Daniel Goldstein, Curtin University

Improving drilling safety in open-pit mines 

Open-pit mining is an important mechanism for extracting commodities but if pit walls become unstable, the results can be catastrophic.   

Structural failures endanger the lives of workers and disrupt mining operations, damaging equipment that results in lost time and operational delays.   

Pit wall safety is improving with observation sensors and automated measurements of ground and wall movement during excavation, however any rapid response relies on swift analysis of data.   

Daniel Goldstein, a PhD candidate at the WA School of Mines at Curtin University, has created a model that can assess rock wall characteristics during drilling and provide real-time feedback.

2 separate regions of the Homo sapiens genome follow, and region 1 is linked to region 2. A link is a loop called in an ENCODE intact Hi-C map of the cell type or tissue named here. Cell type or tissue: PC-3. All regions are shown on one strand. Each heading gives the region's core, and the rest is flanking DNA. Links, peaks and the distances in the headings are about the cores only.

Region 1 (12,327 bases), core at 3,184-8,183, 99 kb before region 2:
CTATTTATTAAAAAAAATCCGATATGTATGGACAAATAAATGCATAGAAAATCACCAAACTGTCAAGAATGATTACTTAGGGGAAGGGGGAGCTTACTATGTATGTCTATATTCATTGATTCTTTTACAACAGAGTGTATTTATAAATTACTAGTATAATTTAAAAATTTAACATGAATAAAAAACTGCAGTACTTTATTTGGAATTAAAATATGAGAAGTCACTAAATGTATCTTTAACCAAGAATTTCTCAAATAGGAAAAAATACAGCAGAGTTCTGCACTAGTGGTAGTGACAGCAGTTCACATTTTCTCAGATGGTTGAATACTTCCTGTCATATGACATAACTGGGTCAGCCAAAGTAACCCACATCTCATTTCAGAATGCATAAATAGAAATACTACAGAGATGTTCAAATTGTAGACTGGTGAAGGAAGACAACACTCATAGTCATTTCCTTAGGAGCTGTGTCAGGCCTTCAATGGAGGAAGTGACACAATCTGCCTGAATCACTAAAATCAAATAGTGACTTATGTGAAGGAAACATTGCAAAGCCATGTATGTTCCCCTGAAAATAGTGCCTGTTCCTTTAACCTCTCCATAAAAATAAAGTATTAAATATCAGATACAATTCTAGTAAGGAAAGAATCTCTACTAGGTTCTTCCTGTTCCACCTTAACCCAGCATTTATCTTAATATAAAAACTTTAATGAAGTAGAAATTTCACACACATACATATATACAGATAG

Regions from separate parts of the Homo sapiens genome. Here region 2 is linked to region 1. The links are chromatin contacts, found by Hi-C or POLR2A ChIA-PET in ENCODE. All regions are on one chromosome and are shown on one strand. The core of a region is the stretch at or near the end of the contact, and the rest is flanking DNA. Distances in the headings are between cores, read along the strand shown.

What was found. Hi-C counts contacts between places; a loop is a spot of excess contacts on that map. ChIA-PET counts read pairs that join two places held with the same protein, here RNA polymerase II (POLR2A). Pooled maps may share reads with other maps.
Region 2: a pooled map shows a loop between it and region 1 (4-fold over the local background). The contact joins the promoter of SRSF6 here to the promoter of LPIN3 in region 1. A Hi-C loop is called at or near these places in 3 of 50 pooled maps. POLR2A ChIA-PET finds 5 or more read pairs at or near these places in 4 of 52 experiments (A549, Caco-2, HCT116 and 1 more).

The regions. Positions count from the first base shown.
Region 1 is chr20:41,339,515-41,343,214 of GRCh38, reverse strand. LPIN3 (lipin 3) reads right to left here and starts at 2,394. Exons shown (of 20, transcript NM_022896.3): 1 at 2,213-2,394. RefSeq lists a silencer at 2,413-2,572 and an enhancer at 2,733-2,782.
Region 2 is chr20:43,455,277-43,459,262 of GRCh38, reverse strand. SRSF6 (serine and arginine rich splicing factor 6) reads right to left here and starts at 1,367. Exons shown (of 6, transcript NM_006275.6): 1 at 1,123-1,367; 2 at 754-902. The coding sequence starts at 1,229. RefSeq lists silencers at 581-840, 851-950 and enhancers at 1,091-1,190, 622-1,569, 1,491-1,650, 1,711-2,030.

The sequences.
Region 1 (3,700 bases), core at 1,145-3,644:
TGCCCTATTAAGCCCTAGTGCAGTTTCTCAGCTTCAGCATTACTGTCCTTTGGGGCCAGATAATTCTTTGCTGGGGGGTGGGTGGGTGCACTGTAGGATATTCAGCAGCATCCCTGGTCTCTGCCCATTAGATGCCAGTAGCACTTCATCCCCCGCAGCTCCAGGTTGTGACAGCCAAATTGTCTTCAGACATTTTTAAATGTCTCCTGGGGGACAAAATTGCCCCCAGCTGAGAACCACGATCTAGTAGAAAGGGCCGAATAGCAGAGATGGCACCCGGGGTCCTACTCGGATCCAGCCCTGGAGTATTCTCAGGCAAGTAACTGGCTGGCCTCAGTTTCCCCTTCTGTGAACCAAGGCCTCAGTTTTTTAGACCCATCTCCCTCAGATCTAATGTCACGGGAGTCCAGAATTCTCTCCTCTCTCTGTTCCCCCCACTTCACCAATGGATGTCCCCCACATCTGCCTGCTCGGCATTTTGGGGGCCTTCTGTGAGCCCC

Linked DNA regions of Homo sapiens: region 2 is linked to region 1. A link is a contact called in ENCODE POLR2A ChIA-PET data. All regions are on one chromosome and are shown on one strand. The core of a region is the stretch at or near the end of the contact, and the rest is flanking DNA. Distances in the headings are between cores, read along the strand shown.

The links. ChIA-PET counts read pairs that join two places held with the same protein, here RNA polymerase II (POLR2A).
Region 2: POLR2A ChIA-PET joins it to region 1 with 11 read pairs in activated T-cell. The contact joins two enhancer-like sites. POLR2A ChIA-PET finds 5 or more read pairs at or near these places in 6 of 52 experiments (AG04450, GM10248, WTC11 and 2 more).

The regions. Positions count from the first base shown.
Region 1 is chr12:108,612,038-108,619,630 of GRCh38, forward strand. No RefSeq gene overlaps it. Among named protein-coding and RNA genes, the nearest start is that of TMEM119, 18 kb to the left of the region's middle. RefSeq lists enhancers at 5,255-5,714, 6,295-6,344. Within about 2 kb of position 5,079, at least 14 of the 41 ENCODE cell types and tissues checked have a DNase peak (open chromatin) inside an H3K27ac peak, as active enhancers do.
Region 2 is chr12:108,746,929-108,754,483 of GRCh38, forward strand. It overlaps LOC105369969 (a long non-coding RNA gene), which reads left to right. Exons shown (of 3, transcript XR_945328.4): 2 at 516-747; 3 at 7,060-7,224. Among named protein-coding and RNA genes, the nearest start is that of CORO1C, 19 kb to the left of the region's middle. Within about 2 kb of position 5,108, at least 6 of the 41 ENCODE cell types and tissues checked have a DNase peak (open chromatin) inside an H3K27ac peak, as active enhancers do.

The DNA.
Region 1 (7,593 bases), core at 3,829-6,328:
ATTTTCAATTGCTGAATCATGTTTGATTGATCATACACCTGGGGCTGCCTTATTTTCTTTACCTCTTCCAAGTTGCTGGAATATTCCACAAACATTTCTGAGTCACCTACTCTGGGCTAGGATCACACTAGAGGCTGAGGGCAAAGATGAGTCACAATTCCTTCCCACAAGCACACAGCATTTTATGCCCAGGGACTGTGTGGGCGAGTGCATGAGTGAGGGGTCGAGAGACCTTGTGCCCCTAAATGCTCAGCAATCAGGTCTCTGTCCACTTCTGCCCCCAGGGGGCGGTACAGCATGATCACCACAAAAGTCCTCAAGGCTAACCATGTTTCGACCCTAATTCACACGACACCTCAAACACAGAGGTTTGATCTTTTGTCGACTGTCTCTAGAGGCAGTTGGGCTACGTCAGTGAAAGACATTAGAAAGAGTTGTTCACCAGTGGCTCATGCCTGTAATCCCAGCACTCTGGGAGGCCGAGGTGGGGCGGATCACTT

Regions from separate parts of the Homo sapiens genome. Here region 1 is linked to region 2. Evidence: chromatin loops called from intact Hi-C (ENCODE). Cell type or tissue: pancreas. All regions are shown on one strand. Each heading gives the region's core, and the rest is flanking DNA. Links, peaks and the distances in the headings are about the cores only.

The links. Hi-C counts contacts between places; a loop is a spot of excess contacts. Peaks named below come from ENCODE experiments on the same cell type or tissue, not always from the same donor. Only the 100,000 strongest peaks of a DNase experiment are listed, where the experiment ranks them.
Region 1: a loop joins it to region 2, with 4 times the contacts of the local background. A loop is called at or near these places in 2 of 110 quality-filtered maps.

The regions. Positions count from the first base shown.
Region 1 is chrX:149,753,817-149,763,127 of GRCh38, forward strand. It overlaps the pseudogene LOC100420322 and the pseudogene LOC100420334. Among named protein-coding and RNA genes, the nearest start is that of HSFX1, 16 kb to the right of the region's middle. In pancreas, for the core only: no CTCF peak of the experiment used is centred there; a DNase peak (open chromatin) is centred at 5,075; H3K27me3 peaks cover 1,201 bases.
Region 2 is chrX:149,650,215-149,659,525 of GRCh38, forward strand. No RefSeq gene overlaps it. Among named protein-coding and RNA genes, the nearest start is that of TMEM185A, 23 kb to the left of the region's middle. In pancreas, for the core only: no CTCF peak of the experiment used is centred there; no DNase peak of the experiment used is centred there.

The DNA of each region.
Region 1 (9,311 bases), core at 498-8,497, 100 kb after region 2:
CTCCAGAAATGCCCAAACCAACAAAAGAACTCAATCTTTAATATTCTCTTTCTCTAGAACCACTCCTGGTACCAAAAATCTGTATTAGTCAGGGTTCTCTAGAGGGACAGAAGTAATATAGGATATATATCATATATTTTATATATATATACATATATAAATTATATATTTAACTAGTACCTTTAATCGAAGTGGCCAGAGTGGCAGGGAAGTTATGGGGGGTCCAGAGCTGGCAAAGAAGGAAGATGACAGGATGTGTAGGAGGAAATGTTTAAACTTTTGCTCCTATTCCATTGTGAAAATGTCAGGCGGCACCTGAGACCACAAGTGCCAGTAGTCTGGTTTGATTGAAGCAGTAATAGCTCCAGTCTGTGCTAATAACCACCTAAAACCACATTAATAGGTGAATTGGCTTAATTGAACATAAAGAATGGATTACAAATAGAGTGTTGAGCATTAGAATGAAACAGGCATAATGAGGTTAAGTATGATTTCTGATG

In normal drilling operations, both the drill software and drillers aim to maintain an optimal rate of penetration, adjusting other drilling parameters to maintain that rate.  

But this can upset the balance of calculations and inferences that monitoring software makes about the stability of the drilled rock.   

Mr Goldstein’s model better maps the interaction between variables such as pressure, speed and rate of bore drilling, as well as characterising the earth composition more accurately during drilling. 

The model will potentially reduce operational expenses as well as save lives.  

The research started on a personal computer but quickly became too large, leading to an application for the Pawsey Supercomputing Research Centre’s Nimbus cloud services. 

The cloud service was ideal to address Daniel’s need where he did not require a supercomputing allocation, but his work was still too computationally expensive for standard computers.

Open pit mines